Given the fact how important money is to navigate life, Why Don’t Schools Teach Kids About Money?
It’s not surprising that our nation tries to “keep it in the middle” – somewhere between economic crisis and financial meltdown. The Fed (our nations monetary policy authority) tampers with the availability and cost of money and credit to promote a “healthy” economy. This is nothing more than an illusion to create public perception of what they (the fed) want us to see. Nearly $4 Million Foreclosures, $1.1 Trillion in Student-Loan Debt, $845 Billion in Credit Card Debt — my simple mind can’t comprehend trillions and billions, but it seems clear to me that us adults don’t know that much about money
SIMPLIFY ~ This is a long-term problem that has become a major issue for my generation (X) and future generations to come. I have never understood the simple fact that financial education is not a part of our kids curriculum. I remember learning about dinosaurs and cave men at a very young age, but I was never taught that money represents purchasing power. Schools do a terrible job (in my opinion) teaching children about sex, no one wants to talk about it with the kids, yet sex dominates teen conversations. Sex learned from peers and magazines is usually bassackwards. It’s trial and error from there. Some serious embarrassing moments and mistakes are costly, even life changing. It’s the same with money, we get timely information at the coffee shop, learn from the media and magazines that are selling drama. A costly mistake with our finances can also be costly and life changing.
Let’s help future generations avoid the financial mistakes of their elders. They need taught the essentials about money. In the past decade, I have personally reached out to decision makers at the elementary, middle-school, high-school and university level to offer this service … not one has taken me up on my offer. The President’s Council created Money-As-You-Grow, a wonderful guide on how to continuously educate yourself and kids about money…but how many of us even aware the website exist.
3 Year-Old kids can learn the concept of saving and spending. The University of Cambridge published report revealing that kids’ money habits are formed by age 7. It’s time to look further than the root of the problem. It’s time to focus on the seeds of the solution – educating our kids and helping them Let’s make it priority to focus on the seeds – the children are the solution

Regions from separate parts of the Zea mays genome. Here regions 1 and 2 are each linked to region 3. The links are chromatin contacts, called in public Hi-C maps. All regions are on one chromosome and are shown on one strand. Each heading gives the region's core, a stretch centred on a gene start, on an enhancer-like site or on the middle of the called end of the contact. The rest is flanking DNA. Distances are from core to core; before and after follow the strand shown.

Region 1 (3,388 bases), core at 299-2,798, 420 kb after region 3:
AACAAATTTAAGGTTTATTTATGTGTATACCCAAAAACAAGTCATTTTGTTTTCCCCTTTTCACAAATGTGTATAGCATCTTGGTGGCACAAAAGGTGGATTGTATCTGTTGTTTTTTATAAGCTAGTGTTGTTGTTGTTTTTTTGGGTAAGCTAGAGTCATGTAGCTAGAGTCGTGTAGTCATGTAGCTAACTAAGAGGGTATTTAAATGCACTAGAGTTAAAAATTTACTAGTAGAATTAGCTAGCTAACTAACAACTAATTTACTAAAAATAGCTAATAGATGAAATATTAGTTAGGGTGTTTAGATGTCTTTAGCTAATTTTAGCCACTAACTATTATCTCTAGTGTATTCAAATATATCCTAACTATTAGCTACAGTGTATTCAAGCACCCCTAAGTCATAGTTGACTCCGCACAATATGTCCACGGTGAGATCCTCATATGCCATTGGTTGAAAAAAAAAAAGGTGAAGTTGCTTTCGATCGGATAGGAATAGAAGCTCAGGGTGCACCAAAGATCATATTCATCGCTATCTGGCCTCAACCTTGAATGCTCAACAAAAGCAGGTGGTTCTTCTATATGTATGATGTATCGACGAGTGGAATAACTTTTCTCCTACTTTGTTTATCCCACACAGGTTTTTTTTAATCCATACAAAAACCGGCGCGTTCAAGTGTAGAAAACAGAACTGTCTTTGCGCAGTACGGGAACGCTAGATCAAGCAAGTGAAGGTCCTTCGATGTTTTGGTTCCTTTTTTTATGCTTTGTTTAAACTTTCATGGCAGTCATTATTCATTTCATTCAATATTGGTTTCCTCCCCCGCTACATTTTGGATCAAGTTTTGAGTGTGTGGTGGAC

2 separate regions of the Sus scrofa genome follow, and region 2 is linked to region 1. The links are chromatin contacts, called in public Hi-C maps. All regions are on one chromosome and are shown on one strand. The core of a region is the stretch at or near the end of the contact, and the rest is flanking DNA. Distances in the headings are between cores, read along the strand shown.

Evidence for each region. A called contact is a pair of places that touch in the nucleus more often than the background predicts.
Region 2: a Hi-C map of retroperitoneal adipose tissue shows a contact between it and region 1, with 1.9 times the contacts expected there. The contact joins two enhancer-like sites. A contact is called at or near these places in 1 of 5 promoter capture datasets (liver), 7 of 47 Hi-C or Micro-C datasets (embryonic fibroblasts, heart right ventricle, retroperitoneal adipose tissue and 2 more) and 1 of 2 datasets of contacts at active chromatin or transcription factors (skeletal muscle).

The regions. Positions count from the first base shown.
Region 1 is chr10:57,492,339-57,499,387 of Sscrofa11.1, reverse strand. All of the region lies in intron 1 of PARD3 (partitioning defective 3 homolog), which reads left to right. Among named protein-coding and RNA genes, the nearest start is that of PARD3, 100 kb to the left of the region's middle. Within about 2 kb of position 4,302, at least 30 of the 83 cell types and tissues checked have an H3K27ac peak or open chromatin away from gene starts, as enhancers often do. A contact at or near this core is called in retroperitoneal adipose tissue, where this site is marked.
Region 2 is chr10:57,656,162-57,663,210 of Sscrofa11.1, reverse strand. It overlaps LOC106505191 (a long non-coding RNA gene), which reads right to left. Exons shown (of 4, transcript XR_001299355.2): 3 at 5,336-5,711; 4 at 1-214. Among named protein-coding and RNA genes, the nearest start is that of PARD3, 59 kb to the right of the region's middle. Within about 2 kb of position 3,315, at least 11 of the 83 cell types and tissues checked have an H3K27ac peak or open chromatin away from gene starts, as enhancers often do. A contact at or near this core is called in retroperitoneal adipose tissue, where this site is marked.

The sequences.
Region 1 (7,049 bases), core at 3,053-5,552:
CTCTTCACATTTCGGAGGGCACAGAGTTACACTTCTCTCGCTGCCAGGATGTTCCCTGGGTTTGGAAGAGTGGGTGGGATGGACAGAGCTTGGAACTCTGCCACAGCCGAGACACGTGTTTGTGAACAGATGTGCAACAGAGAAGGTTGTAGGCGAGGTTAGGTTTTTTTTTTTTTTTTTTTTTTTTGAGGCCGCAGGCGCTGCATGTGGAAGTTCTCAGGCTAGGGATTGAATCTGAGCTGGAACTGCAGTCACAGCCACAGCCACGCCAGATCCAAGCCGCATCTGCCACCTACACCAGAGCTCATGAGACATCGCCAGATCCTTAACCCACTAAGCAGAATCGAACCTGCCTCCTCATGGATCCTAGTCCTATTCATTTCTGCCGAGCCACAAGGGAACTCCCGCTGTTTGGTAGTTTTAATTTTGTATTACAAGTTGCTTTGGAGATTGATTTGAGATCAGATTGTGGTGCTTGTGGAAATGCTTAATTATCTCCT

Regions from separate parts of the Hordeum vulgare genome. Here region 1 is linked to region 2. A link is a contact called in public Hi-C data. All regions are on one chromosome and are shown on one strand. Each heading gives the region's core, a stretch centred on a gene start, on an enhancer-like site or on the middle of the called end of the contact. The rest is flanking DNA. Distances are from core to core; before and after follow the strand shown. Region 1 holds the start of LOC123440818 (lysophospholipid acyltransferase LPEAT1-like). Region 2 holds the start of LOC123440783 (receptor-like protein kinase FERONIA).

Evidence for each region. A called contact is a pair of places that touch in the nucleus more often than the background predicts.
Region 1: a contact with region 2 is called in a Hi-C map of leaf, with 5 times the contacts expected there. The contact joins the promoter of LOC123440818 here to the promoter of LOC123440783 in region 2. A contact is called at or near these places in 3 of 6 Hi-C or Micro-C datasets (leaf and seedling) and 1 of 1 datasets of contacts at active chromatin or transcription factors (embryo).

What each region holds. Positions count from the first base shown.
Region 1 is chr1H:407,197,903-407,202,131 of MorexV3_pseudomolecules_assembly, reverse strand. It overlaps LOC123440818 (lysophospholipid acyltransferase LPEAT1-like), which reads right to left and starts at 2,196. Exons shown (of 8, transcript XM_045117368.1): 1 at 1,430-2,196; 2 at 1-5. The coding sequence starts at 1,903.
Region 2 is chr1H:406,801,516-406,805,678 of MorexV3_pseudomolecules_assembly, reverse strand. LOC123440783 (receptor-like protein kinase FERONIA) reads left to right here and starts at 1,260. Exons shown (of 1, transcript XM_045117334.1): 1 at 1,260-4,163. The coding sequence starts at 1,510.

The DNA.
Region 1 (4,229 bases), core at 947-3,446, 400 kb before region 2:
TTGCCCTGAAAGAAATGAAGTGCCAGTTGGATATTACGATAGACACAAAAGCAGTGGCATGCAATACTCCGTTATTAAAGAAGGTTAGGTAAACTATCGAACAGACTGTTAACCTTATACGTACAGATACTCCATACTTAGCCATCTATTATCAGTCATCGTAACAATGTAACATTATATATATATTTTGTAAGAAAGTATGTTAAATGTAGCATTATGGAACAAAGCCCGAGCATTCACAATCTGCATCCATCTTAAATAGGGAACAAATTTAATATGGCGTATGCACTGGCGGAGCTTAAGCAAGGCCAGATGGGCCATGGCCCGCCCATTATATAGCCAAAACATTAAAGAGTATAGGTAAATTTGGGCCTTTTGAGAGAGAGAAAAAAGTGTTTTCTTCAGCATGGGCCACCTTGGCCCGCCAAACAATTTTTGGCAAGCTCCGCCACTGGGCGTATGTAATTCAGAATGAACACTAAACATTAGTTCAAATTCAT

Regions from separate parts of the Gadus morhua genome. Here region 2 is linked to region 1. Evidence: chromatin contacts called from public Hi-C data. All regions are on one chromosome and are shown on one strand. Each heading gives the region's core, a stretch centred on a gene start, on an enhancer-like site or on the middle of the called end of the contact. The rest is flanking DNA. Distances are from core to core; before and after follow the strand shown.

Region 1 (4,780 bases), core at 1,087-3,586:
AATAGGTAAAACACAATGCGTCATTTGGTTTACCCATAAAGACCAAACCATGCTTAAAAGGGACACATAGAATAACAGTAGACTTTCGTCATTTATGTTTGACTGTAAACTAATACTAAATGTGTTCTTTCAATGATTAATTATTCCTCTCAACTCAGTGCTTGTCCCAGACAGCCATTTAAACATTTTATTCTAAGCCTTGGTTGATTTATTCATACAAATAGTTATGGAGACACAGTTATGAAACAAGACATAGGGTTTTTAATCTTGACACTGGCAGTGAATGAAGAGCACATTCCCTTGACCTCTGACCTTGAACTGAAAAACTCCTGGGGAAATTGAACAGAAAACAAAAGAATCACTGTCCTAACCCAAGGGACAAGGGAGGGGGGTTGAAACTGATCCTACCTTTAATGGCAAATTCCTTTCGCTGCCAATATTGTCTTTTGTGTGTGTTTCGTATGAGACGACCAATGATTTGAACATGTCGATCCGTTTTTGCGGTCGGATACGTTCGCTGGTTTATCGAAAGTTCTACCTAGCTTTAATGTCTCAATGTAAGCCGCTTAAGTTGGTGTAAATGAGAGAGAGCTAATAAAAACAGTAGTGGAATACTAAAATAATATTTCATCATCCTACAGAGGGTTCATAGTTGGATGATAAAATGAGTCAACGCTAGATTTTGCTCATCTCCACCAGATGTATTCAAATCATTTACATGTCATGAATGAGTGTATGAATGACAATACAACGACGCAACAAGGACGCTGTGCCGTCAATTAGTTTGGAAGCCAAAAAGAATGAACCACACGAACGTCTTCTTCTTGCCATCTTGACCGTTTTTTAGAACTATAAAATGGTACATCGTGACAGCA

~ Create something Bigger than Yourself ~
The artist and the engineer usually live in different worlds, but when they work together, well that’s when you can get something really new, something special, because when great thinkers work with great doers, one plus one can equal three. ~Sony Entertainment
Diversity has created cultural ghettos. Today, diversity is a given, but communication between the artist and the engineer (religious, political and cultural) differences is not; it is an achievement. Mere diversity without real relationship will only increase tensions and decrease ingenuity.
What does it take for people living in different worlds to work together? How do we make the world a better place to live? Acceptance, Appreciation, Communication, Respect and Empathy is a good starting place. Keep your hands in your pockets if you can’t help but point fingers. It’s the way things are, but that doesn’t mean it’s the way of the future.
“Good Old Boys” do business with and support businesses of people they know well in social settings.
Historically, especially in the south, this is how business gets done. The first dozen years of managing my financial advisory business, I learned, “If they like you and they trust you, they will do business with you.” And it worked. Unfortunately you can hear the echo of “YTB” (yield to broker) echoing off the walls of clients paying way too much for a product they never understood.
There is a fundamental problem with “The Good Old Boy” system. Conversations with colleagues of this nature tend to scratch the surface and gravitate towards hobbies they have in common and then turn into a brief overview of product and historical performance. There is no depth, nothing in this type of conversation is beneficial, helping your wealth work towards what matters most to you.
The underlying issue with “The Good Old Boy” system is the most important questions are taken for granted. Who are you? What matters most to you? What are your dreams and fears? These things are “a given”, knowing someone for over 20 years, right?
More times than not, advisors conducting business in this way are selling products omitting some of the most relevant information, because they take for granted that you like them and you trust them and they know what’s best for you.
The days of trusting someone with your future because they are golfing buddies (or your dads or husbands golfing buddy) is not over. Here are three questions you should ask your “Good Old Boy” the next time he calls to pitch you a product.
- How is this aligned with my overall goals and how does it fit into my financial plan?
- Being transparent about all the fees involved, what am I actually paying in dollars, not percentage.
- What is my risk of loss and why do I need to take the risk?
Ethics, Empathy and Communication, the primary features of a great advisor, seem to all but disappear in the “Good Old Boy” way of doing business. It’s time for all advisors to check their ego at the door and do the work of asking the hard questions. Know your client, not their handicap.